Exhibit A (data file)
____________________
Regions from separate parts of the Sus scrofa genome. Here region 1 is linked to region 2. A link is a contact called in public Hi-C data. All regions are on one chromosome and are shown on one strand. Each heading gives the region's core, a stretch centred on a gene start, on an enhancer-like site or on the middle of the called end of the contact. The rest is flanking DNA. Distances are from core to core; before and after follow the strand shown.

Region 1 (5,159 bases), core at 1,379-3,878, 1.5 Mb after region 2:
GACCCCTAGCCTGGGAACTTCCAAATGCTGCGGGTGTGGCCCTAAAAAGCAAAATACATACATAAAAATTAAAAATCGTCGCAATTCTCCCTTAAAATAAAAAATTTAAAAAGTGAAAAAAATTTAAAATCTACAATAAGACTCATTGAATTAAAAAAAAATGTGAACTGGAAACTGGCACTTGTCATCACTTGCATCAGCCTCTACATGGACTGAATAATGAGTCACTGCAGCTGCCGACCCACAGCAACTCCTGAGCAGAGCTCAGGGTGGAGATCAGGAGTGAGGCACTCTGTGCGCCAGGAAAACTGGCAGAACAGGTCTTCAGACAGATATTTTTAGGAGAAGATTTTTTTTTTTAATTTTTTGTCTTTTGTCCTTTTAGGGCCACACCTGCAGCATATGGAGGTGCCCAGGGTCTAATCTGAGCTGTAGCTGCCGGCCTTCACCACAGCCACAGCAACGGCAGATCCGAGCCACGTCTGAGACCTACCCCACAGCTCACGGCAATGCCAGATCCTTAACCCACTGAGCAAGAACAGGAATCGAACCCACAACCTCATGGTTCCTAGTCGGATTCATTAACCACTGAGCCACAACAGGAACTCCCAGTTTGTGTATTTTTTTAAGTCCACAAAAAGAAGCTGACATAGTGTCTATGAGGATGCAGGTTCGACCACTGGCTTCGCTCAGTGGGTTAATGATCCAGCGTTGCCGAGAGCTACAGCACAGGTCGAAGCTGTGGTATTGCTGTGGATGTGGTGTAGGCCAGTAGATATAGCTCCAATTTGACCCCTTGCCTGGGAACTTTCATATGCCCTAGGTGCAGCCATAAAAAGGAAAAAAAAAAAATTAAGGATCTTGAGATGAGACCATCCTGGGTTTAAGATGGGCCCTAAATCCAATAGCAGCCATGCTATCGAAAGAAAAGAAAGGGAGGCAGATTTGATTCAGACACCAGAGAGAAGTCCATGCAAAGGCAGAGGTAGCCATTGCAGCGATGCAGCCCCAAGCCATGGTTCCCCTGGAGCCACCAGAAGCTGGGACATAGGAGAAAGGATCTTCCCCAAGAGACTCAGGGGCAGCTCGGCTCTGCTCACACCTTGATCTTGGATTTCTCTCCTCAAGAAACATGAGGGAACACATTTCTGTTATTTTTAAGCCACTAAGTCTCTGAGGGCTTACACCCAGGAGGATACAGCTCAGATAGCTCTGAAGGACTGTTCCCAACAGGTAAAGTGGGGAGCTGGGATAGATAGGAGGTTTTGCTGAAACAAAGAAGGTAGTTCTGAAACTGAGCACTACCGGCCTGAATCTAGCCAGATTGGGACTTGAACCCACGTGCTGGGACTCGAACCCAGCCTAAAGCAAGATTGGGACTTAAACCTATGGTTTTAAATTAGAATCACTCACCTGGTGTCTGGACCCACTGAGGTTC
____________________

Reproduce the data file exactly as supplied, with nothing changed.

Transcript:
Regions from separate parts of the Sus scrofa genome. Here region 1 is linked to region 2. A link is a contact called in public Hi-C data. All regions are on one chromosome and are shown on one strand. Each heading gives the region's core, a stretch centred on a gene start, on an enhancer-like site or on the middle of the called end of the contact. The rest is flanking DNA. Distances are from core to core; before and after follow the strand shown.

Region 1 (5,159 bases), core at 1,379-3,878, 1.5 Mb after region 2:
GACCCCTAGCCTGGGAACTTCCAAATGCTGCGGGTGTGGCCCTAAAAAGCAAAATACATACATAAAAATTAAAAATCGTCGCAATTCTCCCTTAAAATAAAAAATTTAAAAAGTGAAAAAAATTTAAAATCTACAATAAGACTCATTGAATTAAAAAAAAATGTGAACTGGAAACTGGCACTTGTCATCACTTGCATCAGCCTCTACATGGACTGAATAATGAGTCACTGCAGCTGCCGACCCACAGCAACTCCTGAGCAGAGCTCAGGGTGGAGATCAGGAGTGAGGCACTCTGTGCGCCAGGAAAACTGGCAGAACAGGTCTTCAGACAGATATTTTTAGGAGAAGATTTTTTTTTTTAATTTTTTGTCTTTTGTCCTTTTAGGGCCACACCTGCAGCATATGGAGGTGCCCAGGGTCTAATCTGAGCTGTAGCTGCCGGCCTTCACCACAGCCACAGCAACGGCAGATCCGAGCCACGTCTGAGACCTACCCCACAGCTCACGGCAATGCCAGATCCTTAACCCACTGAGCAAGAACAGGAATCGAACCCACAACCTCATGGTTCCTAGTCGGATTCATTAACCACTGAGCCACAACAGGAACTCCCAGTTTGTGTATTTTTTTAAGTCCACAAAAAGAAGCTGACATAGTGTCTATGAGGATGCAGGTTCGACCACTGGCTTCGCTCAGTGGGTTAATGATCCAGCGTTGCCGAGAGCTACAGCACAGGTCGAAGCTGTGGTATTGCTGTGGATGTGGTGTAGGCCAGTAGATATAGCTCCAATTTGACCCCTTGCCTGGGAACTTTCATATGCCCTAGGTGCAGCCATAAAAAGGAAAAAAAAAAAATTAAGGATCTTGAGATGAGACCATCCTGGGTTTAAGATGGGCCCTAAATCCAATAGCAGCCATGCTATCGAAAGAAAAGAAAGGGAGGCAGATTTGATTCAGACACCAGAGAGAAGTCCATGCAAAGGCAGAGGTAGCCATTGCAGCGATGCAGCCCCAAGCCATGGTTCCCCTGGAGCCACCAGAAGCTGGGACATAGGAGAAAGGATCTTCCCCAAGAGACTCAGGGGCAGCTCGGCTCTGCTCACACCTTGATCTTGGATTTCTCTCCTCAAGAAACATGAGGGAACACATTTCTGTTATTTTTAAGCCACTAAGTCTCTGAGGGCTTACACCCAGGAGGATACAGCTCAGATAGCTCTGAAGGACTGTTCCCAACAGGTAAAGTGGGGAGCTGGGATAGATAGGAGGTTTTGCTGAAACAAAGAAGGTAGTTCTGAAACTGAGCACTACCGGCCTGAATCTAGCCAGATTGGGACTTGAACCCACGTGCTGGGACTCGAACCCAGCCTAAAGCAAGATTGGGACTTAAACCTATGGTTTTAAATTAGAATCACTCACCTGGTGTCTGGACCCACTGAGGTTC